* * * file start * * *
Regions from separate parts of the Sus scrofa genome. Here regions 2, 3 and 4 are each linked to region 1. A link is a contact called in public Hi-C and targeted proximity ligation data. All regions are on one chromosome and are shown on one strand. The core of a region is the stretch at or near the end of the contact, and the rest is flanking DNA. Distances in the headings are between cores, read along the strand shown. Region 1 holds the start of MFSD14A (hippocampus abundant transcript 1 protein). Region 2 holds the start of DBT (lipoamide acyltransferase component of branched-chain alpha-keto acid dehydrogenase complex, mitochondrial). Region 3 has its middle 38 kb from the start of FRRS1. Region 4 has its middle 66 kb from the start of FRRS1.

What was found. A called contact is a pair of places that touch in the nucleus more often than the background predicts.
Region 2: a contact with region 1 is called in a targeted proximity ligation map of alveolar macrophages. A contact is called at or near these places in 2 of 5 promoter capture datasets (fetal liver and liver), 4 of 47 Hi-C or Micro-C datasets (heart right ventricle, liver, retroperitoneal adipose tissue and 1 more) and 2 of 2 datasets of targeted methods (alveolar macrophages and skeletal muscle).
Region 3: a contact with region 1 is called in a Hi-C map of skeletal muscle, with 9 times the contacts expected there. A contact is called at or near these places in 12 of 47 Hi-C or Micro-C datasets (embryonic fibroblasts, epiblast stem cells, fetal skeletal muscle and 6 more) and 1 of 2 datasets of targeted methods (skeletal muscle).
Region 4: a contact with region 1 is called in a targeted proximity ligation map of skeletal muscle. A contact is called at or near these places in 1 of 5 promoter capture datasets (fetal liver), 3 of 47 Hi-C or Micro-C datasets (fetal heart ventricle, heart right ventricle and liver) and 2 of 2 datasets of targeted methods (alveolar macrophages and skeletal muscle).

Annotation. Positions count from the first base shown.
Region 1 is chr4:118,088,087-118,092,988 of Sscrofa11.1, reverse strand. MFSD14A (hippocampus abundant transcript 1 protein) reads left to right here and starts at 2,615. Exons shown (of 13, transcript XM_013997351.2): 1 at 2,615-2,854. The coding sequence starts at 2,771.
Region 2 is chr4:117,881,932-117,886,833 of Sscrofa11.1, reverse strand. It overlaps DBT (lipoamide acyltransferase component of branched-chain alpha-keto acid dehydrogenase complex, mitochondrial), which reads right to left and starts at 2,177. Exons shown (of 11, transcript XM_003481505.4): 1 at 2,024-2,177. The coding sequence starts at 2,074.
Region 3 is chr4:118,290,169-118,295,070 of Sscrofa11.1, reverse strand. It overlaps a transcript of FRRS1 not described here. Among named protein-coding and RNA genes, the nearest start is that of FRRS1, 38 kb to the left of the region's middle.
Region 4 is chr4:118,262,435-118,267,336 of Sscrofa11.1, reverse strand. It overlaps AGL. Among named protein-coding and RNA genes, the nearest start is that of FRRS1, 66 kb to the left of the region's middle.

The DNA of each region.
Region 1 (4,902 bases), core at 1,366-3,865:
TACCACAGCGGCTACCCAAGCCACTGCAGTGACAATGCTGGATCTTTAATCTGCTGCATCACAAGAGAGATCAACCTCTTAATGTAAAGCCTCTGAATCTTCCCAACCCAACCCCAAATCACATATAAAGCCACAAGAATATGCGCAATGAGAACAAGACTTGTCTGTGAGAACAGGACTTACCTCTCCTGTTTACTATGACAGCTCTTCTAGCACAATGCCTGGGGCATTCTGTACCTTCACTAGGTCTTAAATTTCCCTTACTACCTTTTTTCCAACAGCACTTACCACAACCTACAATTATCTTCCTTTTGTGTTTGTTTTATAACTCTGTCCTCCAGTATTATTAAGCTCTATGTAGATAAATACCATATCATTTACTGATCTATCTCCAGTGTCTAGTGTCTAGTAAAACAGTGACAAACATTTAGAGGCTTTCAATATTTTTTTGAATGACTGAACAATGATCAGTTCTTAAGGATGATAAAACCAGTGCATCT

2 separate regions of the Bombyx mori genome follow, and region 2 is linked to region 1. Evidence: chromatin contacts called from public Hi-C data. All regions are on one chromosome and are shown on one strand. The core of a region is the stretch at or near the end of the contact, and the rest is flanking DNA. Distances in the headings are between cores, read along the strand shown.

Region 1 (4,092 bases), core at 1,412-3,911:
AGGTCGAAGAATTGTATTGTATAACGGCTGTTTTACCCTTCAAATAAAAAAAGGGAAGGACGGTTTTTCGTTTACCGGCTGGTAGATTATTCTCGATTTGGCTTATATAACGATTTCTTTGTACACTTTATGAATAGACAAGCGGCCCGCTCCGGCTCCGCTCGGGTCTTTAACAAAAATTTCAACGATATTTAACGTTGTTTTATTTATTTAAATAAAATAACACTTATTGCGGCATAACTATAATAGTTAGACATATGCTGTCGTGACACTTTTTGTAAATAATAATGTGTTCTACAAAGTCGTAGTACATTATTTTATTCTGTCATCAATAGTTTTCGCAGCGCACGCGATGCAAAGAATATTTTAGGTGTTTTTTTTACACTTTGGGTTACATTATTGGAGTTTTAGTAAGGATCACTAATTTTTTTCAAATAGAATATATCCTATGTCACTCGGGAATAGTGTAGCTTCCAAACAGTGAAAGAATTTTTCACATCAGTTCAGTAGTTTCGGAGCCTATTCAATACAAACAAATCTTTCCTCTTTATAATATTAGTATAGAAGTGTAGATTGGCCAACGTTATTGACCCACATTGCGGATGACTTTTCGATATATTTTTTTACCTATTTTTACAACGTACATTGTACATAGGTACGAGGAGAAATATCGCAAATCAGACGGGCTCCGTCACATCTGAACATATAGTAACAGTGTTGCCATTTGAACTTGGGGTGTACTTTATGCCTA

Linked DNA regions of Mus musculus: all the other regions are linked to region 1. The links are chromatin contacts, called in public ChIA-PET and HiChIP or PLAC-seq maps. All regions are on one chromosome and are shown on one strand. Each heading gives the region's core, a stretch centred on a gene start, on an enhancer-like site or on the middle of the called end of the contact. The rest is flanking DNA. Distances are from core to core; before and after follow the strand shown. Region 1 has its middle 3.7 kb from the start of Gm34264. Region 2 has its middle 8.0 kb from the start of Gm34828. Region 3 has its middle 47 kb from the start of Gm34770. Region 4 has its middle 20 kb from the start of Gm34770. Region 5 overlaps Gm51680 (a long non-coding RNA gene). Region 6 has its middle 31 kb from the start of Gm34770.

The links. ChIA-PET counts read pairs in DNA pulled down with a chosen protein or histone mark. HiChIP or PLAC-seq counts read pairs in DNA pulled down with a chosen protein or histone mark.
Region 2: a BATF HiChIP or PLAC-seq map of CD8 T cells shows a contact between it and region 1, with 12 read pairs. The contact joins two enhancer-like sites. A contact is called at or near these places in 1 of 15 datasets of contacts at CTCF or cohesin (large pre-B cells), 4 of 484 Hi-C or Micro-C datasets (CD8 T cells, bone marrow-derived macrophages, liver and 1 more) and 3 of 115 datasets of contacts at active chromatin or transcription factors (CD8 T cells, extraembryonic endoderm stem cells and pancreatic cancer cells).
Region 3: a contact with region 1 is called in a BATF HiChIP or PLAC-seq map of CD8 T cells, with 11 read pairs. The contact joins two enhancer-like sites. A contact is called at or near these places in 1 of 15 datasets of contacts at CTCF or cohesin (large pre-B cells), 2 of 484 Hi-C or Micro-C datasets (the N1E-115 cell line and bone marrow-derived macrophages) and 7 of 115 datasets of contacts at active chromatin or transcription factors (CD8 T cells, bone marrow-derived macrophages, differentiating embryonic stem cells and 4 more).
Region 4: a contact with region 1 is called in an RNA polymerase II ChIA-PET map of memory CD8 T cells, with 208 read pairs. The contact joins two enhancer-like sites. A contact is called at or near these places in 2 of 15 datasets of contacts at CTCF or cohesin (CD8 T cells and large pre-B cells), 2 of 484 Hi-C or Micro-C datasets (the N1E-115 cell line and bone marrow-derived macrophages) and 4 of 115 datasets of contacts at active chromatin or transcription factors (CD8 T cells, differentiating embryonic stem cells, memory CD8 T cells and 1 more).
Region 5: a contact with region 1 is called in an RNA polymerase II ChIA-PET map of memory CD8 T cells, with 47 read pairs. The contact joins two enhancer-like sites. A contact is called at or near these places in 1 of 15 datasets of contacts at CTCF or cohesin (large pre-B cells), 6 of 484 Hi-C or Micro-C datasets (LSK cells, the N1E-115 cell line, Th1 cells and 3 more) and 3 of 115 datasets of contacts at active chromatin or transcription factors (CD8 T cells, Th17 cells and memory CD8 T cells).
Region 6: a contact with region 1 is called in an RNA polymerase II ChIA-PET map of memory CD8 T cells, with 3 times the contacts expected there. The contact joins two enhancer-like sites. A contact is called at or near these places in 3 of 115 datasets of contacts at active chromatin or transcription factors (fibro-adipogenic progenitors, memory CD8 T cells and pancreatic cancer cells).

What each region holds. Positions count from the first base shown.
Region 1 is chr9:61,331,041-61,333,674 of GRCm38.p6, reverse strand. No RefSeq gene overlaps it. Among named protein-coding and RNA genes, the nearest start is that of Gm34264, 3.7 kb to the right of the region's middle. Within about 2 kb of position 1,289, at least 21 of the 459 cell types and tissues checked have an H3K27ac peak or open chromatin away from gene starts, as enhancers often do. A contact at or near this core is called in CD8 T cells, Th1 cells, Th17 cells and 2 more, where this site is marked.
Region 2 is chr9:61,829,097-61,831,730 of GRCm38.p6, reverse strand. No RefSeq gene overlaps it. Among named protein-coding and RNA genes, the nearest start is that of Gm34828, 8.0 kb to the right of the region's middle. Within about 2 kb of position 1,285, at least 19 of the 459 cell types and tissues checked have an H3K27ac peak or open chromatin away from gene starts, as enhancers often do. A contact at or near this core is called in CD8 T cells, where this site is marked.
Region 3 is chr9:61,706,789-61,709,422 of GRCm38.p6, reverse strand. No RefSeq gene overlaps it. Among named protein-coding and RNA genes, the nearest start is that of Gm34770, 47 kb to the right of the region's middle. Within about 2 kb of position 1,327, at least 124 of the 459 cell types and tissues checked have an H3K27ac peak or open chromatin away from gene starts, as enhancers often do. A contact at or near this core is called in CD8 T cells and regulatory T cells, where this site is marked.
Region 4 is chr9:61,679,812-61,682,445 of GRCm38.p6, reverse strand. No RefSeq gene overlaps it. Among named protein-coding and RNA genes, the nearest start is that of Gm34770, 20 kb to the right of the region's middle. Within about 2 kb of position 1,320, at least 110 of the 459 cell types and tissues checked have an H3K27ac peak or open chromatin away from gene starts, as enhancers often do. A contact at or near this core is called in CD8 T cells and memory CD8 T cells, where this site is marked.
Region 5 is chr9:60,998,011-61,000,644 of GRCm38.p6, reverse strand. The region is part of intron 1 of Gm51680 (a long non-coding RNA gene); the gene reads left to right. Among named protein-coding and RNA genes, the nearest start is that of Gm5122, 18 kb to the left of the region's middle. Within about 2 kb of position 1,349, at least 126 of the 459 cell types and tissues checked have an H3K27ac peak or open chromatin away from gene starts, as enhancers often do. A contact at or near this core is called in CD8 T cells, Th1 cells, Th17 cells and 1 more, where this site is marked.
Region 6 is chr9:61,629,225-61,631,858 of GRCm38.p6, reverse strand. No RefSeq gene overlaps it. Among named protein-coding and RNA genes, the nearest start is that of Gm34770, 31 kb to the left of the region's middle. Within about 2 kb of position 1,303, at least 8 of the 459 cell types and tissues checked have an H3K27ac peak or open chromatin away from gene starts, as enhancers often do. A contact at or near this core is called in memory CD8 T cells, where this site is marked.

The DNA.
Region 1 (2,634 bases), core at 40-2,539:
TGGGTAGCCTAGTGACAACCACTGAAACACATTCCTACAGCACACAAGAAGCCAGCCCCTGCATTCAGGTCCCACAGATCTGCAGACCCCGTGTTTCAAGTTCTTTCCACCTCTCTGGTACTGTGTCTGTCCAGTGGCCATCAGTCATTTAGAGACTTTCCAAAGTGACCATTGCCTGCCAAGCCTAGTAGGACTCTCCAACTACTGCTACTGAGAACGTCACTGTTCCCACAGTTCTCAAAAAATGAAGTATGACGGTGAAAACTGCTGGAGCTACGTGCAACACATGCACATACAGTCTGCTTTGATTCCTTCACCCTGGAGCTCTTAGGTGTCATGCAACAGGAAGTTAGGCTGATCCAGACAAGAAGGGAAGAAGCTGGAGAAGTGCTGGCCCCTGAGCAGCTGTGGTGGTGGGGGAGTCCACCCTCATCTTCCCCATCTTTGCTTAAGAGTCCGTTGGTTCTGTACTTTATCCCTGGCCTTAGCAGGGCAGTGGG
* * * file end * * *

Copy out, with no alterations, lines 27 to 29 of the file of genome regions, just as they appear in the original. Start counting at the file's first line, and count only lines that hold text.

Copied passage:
Region 3 is chr9:61,706,789-61,709,422 of GRCm38.p6, reverse strand. No RefSeq gene overlaps it. Among named protein-coding and RNA genes, the nearest start is that of Gm34770, 47 kb to the right of the region's middle. Within about 2 kb of position 1,327, at least 124 of the 459 cell types and tissues checked have an H3K27ac peak or open chromatin away from gene starts, as enhancers often do. A contact at or near this core is called in CD8 T cells and regulatory T cells, where this site is marked.
Region 4 is chr9:61,679,812-61,682,445 of GRCm38.p6, reverse strand. No RefSeq gene overlaps it. Among named protein-coding and RNA genes, the nearest start is that of Gm34770, 20 kb to the right of the region's middle. Within about 2 kb of position 1,320, at least 110 of the 459 cell types and tissues checked have an H3K27ac peak or open chromatin away from gene starts, as enhancers often do. A contact at or near this core is called in CD8 T cells and memory CD8 T cells, where this site is marked.
Region 5 is chr9:60,998,011-61,000,644 of GRCm38.p6, reverse strand. The region is part of intron 1 of Gm51680 (a long non-coding RNA gene); the gene reads left to right. Among named protein-coding and RNA genes, the nearest start is that of Gm5122, 18 kb to the left of the region's middle. Within about 2 kb of position 1,349, at least 126 of the 459 cell types and tissues checked have an H3K27ac peak or open chromatin away from gene starts, as enhancers often do. A contact at or near this core is called in CD8 T cells, Th1 cells, Th17 cells and 1 more, where this site is marked.